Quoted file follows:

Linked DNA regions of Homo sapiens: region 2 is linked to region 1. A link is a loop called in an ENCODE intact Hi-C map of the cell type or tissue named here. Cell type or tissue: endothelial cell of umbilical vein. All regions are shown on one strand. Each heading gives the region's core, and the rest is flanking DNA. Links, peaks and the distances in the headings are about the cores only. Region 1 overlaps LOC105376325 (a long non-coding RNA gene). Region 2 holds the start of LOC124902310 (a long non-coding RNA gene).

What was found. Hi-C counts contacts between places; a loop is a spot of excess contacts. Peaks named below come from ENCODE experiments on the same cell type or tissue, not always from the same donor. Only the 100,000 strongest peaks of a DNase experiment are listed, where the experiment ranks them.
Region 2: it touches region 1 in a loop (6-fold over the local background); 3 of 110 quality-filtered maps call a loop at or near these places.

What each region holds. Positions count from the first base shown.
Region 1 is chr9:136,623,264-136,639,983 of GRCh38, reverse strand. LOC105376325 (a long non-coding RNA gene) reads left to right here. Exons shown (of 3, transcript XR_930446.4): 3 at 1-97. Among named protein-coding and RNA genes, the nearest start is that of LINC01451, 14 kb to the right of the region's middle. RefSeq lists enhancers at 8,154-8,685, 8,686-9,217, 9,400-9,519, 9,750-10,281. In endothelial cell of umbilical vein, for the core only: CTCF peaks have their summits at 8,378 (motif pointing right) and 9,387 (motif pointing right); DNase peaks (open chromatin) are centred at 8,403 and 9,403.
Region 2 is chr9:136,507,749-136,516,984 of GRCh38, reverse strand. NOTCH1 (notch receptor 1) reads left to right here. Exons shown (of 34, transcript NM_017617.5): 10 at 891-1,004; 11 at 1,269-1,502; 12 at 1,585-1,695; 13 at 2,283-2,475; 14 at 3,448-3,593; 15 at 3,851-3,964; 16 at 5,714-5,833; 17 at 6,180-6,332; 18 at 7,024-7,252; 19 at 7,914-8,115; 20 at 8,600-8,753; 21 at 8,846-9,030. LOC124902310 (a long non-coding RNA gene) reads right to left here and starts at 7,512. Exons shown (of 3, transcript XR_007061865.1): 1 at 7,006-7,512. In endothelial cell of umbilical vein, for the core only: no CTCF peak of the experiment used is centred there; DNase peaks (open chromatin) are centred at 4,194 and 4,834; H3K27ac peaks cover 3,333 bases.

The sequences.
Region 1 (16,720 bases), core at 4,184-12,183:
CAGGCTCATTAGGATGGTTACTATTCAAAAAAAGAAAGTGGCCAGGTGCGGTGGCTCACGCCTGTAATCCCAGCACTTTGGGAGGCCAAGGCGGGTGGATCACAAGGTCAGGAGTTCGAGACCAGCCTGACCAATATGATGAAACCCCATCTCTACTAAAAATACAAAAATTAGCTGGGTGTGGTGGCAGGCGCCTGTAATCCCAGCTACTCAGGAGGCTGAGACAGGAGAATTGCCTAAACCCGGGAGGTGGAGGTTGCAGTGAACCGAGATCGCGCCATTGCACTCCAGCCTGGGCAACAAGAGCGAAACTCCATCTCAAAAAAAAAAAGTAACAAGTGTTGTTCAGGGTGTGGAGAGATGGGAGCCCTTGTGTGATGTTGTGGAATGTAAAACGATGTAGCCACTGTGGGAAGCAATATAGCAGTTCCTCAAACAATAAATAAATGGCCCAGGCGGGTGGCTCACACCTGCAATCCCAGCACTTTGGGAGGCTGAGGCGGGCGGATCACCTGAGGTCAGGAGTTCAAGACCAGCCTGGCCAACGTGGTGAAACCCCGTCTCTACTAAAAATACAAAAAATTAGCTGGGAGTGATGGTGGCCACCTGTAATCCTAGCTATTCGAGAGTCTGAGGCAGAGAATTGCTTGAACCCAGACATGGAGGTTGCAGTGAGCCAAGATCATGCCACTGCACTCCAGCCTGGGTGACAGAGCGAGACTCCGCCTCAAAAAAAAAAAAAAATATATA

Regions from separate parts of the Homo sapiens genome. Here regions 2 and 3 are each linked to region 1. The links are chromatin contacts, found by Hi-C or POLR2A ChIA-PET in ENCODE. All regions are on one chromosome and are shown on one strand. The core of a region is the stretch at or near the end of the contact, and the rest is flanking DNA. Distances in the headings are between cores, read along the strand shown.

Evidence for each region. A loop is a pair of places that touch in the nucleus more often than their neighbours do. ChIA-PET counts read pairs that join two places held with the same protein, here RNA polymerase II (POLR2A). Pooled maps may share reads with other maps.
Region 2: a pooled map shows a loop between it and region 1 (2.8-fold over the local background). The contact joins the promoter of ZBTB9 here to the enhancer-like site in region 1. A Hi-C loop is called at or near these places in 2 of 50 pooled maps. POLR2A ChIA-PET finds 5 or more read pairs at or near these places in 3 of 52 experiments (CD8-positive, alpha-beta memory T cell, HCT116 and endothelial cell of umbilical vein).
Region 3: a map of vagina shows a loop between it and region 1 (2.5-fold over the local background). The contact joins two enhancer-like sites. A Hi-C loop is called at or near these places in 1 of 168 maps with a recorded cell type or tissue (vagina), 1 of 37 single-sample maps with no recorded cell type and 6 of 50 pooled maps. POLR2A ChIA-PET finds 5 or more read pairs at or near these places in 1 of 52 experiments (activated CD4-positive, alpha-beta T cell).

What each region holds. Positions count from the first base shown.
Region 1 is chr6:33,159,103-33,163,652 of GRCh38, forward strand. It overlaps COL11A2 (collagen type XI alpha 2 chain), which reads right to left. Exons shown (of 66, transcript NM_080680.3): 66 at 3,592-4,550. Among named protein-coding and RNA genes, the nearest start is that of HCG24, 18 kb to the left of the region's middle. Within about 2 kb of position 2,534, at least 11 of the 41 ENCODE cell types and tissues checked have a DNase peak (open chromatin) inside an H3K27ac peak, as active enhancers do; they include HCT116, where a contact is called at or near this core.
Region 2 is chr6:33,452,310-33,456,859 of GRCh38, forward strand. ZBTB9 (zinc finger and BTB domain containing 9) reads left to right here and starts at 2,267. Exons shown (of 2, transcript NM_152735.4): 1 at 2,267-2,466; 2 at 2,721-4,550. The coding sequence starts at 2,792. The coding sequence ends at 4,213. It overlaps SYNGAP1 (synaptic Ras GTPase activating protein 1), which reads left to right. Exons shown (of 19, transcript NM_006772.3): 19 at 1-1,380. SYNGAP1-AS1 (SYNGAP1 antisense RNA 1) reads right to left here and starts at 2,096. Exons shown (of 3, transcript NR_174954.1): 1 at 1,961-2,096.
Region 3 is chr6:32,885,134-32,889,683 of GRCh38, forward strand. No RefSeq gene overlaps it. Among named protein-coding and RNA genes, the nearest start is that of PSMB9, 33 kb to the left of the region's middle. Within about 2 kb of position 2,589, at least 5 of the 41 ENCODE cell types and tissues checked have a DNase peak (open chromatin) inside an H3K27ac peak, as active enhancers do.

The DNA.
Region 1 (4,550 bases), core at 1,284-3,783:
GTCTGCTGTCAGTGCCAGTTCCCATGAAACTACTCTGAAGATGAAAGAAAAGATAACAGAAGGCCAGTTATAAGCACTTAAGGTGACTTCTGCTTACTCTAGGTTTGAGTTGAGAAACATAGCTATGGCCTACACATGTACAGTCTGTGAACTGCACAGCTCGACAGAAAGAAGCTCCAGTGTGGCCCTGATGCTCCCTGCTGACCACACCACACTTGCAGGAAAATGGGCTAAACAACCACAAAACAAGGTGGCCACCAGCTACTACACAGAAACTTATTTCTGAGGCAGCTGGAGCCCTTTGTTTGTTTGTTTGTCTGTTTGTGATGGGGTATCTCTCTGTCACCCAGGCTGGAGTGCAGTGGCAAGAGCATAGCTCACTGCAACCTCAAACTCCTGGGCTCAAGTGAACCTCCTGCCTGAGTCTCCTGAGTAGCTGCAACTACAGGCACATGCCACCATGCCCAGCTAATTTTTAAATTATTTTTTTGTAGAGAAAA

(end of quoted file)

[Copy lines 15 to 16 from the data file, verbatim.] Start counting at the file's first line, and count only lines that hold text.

Region 1 is chr6:33,159,103-33,163,652 of GRCh38, forward strand. It overlaps COL11A2 (collagen type XI alpha 2 chain), which reads right to left. Exons shown (of 66, transcript NM_080680.3): 66 at 3,592-4,550. Among named protein-coding and RNA genes, the nearest start is that of HCG24, 18 kb to the left of the region's middle. Within about 2 kb of position 2,534, at least 11 of the 41 ENCODE cell types and tissues checked have a DNase peak (open chromatin) inside an H3K27ac peak, as active enhancers do; they include HCT116, where a contact is called at or near this core.
Region 2 is chr6:33,452,310-33,456,859 of GRCh38, forward strand. ZBTB9 (zinc finger and BTB domain containing 9) reads left to right here and starts at 2,267. Exons shown (of 2, transcript NM_152735.4): 1 at 2,267-2,466; 2 at 2,721-4,550. The coding sequence starts at 2,792. The coding sequence ends at 4,213. It overlaps SYNGAP1 (synaptic Ras GTPase activating protein 1), which reads left to right. Exons shown (of 19, transcript NM_006772.3): 19 at 1-1,380. SYNGAP1-AS1 (SYNGAP1 antisense RNA 1) reads right to left here and starts at 2,096. Exons shown (of 3, transcript NR_174954.1): 1 at 1,961-2,096.